The United States-Mexico-Canada Agreement (USMCA) provides useful insight into the potential gains of agreeing to new rules. The USMCA was a renegotiation of NAFTA, under which tariffs were already zero, which mainly concerned new trade rules in areas such as digital trade and labor regulations. According to the United States International Trade Commission, the USMCA increase exports in Canada and Mexico by 5.9 and 6.7%, respectively. Much of these projected economic gains come from the trade policy certainty gained through USMCA rules in areas such as digital trade.
IPEF is an opportunity to build on bipartisan support for the USMCA – the first major union-backed free trade agreement AFL-CIO, which passed the US Senate 89-10 in 2020, against 60-38 in favor of NAFTA in 1993. The agreement’s strengthened and binding provisions on labor and the environment, the reduction of investors’ access to arbitration tribunals and stricter rules of origin have all made the political coalition possible.
The IPEF will not require Congressional approval, but the USMCA will still inform the administration’s approach because bipartisan political support is needed to reduce the political risk of a future administration stepping down. The geostrategic countervailing role of the agreement vis-à-vis China should also strengthen its attractiveness.
This leads to membership. The U.S. could broadly invite Indo-Pacific governments to IPEF as a sign of U.S. support and commitment. But the challenge of negotiating meaningful commitments with a large number of countries, and the American imperative to conclude an IPEF agreement in 2023, point to a more limited set of initial participants. This would likely include pro-free trade governments like Australia, New Zealand, Singapore, Japan, South Korea, as well as key ASEAN countries like Vietnam, Malaysia and Indonesia.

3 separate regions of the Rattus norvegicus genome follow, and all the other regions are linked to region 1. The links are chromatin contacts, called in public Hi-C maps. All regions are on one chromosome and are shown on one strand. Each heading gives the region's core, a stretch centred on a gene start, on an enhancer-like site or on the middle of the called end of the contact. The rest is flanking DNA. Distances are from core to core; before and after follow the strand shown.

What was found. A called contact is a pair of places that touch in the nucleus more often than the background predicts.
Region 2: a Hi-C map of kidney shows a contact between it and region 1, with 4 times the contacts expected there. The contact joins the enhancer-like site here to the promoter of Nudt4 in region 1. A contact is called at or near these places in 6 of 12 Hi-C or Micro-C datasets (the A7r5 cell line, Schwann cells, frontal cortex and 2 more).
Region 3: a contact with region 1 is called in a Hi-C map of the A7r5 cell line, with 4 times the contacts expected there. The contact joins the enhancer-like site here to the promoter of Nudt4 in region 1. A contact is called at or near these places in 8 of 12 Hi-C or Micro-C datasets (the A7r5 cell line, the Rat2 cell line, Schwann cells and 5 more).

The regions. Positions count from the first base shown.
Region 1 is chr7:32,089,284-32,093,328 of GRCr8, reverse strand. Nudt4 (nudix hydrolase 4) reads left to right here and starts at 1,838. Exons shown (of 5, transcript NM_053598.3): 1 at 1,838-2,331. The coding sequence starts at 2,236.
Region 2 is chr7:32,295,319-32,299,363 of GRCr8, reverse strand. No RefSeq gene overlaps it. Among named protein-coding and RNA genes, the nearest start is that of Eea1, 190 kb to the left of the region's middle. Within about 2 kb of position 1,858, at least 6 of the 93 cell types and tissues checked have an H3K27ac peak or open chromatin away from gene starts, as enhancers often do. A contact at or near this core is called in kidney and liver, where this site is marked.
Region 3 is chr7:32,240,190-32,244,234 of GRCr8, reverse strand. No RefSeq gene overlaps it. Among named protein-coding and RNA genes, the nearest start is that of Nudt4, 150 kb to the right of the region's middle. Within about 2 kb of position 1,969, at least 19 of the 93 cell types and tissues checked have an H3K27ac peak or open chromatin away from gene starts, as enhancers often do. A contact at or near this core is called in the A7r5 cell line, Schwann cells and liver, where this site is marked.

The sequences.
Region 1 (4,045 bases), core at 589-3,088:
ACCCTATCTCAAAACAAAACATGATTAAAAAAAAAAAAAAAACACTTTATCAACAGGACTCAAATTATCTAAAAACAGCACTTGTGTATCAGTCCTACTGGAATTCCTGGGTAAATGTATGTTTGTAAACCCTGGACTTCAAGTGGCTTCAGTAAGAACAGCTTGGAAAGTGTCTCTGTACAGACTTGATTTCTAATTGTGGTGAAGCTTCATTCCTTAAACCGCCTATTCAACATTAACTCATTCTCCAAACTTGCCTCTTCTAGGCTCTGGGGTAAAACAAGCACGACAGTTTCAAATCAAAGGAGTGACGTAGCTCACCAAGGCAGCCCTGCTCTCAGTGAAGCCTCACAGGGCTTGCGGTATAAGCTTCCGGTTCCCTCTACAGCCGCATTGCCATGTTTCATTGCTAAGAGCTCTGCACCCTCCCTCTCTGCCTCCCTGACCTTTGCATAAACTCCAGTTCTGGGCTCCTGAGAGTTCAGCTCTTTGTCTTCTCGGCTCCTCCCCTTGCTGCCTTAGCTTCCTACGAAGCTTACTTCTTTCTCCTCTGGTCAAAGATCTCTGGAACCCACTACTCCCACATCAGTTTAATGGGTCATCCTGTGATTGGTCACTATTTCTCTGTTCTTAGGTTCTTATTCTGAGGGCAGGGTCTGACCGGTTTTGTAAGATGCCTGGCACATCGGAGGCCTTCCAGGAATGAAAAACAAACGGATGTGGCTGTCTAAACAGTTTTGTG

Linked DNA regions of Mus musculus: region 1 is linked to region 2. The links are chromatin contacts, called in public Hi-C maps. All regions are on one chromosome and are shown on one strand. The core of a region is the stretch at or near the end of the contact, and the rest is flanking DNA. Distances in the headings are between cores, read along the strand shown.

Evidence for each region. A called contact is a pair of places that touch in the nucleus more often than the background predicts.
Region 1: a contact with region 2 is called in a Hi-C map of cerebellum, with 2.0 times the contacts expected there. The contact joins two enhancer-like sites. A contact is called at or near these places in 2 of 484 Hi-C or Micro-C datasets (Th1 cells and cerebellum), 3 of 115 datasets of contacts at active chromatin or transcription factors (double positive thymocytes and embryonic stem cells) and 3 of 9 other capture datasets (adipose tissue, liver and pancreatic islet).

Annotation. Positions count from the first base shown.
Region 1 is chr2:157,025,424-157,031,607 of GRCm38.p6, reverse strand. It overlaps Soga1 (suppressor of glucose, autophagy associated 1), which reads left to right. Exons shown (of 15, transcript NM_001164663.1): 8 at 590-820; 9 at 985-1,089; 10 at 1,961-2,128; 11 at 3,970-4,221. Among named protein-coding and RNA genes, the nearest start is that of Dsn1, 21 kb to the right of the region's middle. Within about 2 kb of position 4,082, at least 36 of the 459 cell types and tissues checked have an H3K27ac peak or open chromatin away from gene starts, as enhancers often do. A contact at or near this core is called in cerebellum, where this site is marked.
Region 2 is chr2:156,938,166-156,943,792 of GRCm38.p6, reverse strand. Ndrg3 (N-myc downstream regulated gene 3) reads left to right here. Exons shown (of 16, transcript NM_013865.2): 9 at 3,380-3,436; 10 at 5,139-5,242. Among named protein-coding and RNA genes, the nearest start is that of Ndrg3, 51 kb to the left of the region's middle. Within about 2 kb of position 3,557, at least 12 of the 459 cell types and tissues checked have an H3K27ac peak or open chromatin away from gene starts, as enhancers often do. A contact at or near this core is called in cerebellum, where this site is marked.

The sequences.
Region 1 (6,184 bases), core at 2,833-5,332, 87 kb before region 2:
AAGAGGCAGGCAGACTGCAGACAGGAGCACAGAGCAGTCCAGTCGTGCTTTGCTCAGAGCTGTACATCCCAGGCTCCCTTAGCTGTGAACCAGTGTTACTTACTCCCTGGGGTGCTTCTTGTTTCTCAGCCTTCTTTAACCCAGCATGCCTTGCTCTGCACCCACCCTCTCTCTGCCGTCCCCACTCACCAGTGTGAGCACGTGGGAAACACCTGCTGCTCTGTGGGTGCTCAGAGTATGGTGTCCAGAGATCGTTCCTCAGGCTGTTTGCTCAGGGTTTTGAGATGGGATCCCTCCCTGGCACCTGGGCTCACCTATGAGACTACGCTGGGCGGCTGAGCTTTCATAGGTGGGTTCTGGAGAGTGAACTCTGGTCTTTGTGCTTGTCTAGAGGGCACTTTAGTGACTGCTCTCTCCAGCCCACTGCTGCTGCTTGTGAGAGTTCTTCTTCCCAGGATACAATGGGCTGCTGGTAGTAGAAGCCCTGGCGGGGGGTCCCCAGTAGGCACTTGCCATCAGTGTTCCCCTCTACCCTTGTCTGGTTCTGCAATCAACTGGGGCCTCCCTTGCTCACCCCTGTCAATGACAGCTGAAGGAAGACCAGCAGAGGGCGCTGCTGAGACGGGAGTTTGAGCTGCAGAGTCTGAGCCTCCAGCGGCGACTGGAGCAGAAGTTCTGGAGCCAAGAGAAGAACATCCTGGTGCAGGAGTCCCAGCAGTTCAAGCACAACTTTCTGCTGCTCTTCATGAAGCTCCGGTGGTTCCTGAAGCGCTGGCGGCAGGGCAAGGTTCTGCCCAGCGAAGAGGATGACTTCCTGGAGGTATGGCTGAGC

India should also be invited to join IPEF. The strategic rationale is clear – the very notion of an Indo-Pacific is hollow without Indian participation. While India is generally protectionist when it comes to trade, IPEF makes no demands for tariff reductions. The IPEF also comes at a time when India has clarified its strategic concerns vis-à-vis China. The growing alignment of China and Russia could also lead India to seek even closer relations with the United States.
The IPEF is an opportunity to promote American leadership and deepen American ties with Indo-Pacific countries at a critical geopolitical time. Although the search for an economic agreement is controversial at the national level, the importance of the IPEF is clear. The challenge will be to find a path to reach a high-level IPEF agreement that is compatible with US domestic constraints, while providing sufficient benefits to attract US Indo-Pacific partners.
Joshua P Meltzer is a Senior Fellow in the Global Economy and Development program at the Brookings Institution. He is also a member of the Australian National Data Advisory Council and a Senior Fellow at Melbourne Law School, University of Melbourne.